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Imprisoned for life by PSC test!

The stagnated air filled with the pricky smell of phenol and urine stands heavy in those murky corridors of the run-down building complex, which houses prominent Government offices, a stone-throw distance from the power centre of the State where the Chief Minister and Chief Secretary of the State is holding their prestigious plushy offices. The dimly lit, shabby narrow passenger lift was full of people, and we somehow managed to squeeze into it to find our way to meet a prominent officer in the Department of the Government of Kerala to discuss an official matter. At the end of a bumpy ride on the lift, we successfully landed on the fourth floor to surprise ourselves with a heap of debris welcoming on the neglected verandah. Being on time is a wonderful thing, but that feeling was short-lived on us as we couldn’t trace out the said office even after several earnest attempts. Fortunately, we located another office just opposite the said strip and, being eager to be on time for our scheduled meeting at 10 AM, asked for the location of the ‘missing’ office from a person who was curiously searching for his soul in a newspaper. Without even raising his head to look at our faces, he helped us by showing us a stairway which could lead us to one floor below. Sighed with relief, we rushed through the stairway, thanking our capacity to hold our breath to save us from the stinging odour that filled that passage. But to our dismay, we lost again miserably and, to save ourselves, courageously stepped into the reception of another government office which was deserted even at a time past 10. AM. Throwing an angry face at us for disturbing her deep concentration from the Instagram reels, the government employee had irritatingly ignored our query about our destination and to our disappointment, she nodded and went back to her reels to find her solace deep in it. Being clueless and a bit tensed about our pre-scheduled meeting, we crossed the walkway and rushed through the middle of another government office, where we could see only empty seats, even at ten past fifteen. We then managed to pop our heads through the big banners placed throughout the verandah, a few expressing deep grief on the demise of Oommen Chandy while another few calling strikes and on numerous other matters alien to us.

You can’t imagine our happiness when we could finally find the said office at the end of that tunnel, and our legs pulled us faster to the room of the officer, who had been waiting for us for the last fifteen minutes. Being a bit ashamed of missing the scheduled meeting time, we tried to enter his den, which was ramshackle, hardly 25 sqft cardboard box-like, accommodating a very old wooden table with broken edges and a grimly cushioned hand-broken chair on his side, two handle-less plastic chairs on the visitors' side. The small table was suffocating with many dusty files and suffering from the weight of one CPU carrying one old LED screen over it and another damaged screen which had no reason for being there. We pulled in one more plastic chair from the other room and squeezed into the room to start the discussion, but the China wall made of CPU and the LED screen blocked our faces during the conversation. I managed to stretch my neck to the maximum to see his face and struggled to keep my presence throughout the meeting. I felt sad about the plight of the wall-mounted fan, struggling to rotate his wings and push some air through the grills covered with dust, cobwebs and much more. I looked for my handkerchief to wipe out the sweat from my forehead and cursed myself for not keeping it handy, but at the same moment, I felt a bit relaxed on seeing more sweat on the foreheads of others who were sharing the same plight as mine. Within those limited infrastructures, the said officer extended a patient ear to our issues, offered solutions and wished the best to us. Hurriedly, we finished the meeting in fifteen minutes, which felt like fifteen long hours, and jumped out to gasp a share of fresh air from the streets. While carrying ourselves through the same shabby, shady, lifeless corridors filled with debris, banners and filth, my mind goes to that officer who works in that cage-like room, which is harder than a lifetime of imprisonment.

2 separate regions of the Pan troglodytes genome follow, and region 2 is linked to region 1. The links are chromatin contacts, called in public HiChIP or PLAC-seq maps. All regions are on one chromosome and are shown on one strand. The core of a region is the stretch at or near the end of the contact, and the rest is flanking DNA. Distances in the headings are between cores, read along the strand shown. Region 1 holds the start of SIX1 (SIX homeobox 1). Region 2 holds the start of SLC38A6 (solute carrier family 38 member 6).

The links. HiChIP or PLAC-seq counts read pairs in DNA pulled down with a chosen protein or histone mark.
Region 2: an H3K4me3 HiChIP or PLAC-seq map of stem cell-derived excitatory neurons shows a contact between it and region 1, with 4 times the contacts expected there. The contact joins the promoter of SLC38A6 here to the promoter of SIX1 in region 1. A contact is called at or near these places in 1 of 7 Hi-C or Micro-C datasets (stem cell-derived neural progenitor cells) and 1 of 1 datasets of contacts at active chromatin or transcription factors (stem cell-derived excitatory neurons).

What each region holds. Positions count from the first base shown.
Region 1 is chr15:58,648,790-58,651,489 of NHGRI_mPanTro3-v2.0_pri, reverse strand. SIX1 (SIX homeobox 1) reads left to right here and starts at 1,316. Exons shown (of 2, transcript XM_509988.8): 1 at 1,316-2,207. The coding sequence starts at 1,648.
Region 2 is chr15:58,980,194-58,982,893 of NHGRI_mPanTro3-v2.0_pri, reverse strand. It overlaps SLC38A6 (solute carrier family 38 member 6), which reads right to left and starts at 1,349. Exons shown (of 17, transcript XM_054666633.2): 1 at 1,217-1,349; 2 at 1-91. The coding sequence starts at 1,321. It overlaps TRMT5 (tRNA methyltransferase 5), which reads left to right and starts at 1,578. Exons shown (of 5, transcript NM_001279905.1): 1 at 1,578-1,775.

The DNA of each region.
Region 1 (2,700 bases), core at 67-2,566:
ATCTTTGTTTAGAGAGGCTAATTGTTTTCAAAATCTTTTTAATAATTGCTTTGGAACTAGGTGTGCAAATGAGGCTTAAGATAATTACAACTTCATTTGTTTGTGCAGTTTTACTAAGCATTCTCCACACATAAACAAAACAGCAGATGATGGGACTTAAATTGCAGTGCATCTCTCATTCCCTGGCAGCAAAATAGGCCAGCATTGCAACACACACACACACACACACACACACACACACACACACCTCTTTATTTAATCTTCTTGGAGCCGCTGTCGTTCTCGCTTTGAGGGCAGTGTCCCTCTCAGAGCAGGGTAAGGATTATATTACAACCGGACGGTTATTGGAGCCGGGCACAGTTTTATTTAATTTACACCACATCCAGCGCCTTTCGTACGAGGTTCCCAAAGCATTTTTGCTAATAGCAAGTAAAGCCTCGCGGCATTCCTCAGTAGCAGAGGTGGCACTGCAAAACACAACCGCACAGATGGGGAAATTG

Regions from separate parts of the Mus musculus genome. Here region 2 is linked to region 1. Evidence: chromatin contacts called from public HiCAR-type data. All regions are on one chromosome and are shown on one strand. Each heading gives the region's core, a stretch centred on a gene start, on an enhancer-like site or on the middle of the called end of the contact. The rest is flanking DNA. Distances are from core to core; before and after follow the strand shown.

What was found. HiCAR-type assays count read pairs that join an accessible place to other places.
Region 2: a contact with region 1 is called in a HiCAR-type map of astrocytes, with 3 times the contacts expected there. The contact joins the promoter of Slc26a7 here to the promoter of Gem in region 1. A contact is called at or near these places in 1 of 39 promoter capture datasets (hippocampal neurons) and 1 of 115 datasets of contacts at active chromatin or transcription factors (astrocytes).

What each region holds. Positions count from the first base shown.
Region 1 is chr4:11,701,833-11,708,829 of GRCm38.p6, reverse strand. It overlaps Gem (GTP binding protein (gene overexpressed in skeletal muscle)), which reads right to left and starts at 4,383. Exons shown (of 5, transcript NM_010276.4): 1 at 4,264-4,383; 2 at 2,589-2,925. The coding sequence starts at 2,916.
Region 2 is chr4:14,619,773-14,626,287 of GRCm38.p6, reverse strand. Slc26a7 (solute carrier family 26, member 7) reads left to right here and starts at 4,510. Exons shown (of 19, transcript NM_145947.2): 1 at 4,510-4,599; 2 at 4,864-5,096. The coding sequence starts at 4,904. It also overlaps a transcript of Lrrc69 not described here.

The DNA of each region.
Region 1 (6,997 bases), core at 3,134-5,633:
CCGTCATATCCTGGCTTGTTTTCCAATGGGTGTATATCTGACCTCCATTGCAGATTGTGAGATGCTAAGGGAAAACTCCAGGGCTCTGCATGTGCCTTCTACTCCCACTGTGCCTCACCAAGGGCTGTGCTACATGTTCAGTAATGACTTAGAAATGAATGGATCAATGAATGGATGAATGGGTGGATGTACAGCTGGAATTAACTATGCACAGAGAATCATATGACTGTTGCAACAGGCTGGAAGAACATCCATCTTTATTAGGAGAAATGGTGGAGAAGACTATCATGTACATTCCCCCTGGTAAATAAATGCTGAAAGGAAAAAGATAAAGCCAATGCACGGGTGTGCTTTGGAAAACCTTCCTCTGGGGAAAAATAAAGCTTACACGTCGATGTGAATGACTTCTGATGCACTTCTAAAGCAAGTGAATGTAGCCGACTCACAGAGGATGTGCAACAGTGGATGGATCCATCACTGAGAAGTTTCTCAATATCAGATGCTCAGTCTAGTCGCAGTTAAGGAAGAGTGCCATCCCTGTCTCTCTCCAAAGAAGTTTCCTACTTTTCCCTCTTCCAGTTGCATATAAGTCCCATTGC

The Housing Board Building, which accommodates many Government Offices under its sleeve, is a true reflection of poorly maintained public infrastructure, which is directly affecting the productivity and creativity of a resourceful person. One who is destined to work in such kind of atmosphere cannot attend his office dutifully and treat his visitors diligently. If they become grumpy and tight-faced with those approaching them, the blame is on our system for treating them like prisoners. The same building can be managed in a better manner, if the Government could give some more care in maintaining it, more conscious use of the facilities by the offices and its employees and more diligent use by the public who are the real beneficiaries of those facilities.

Bijoy P Pulipra

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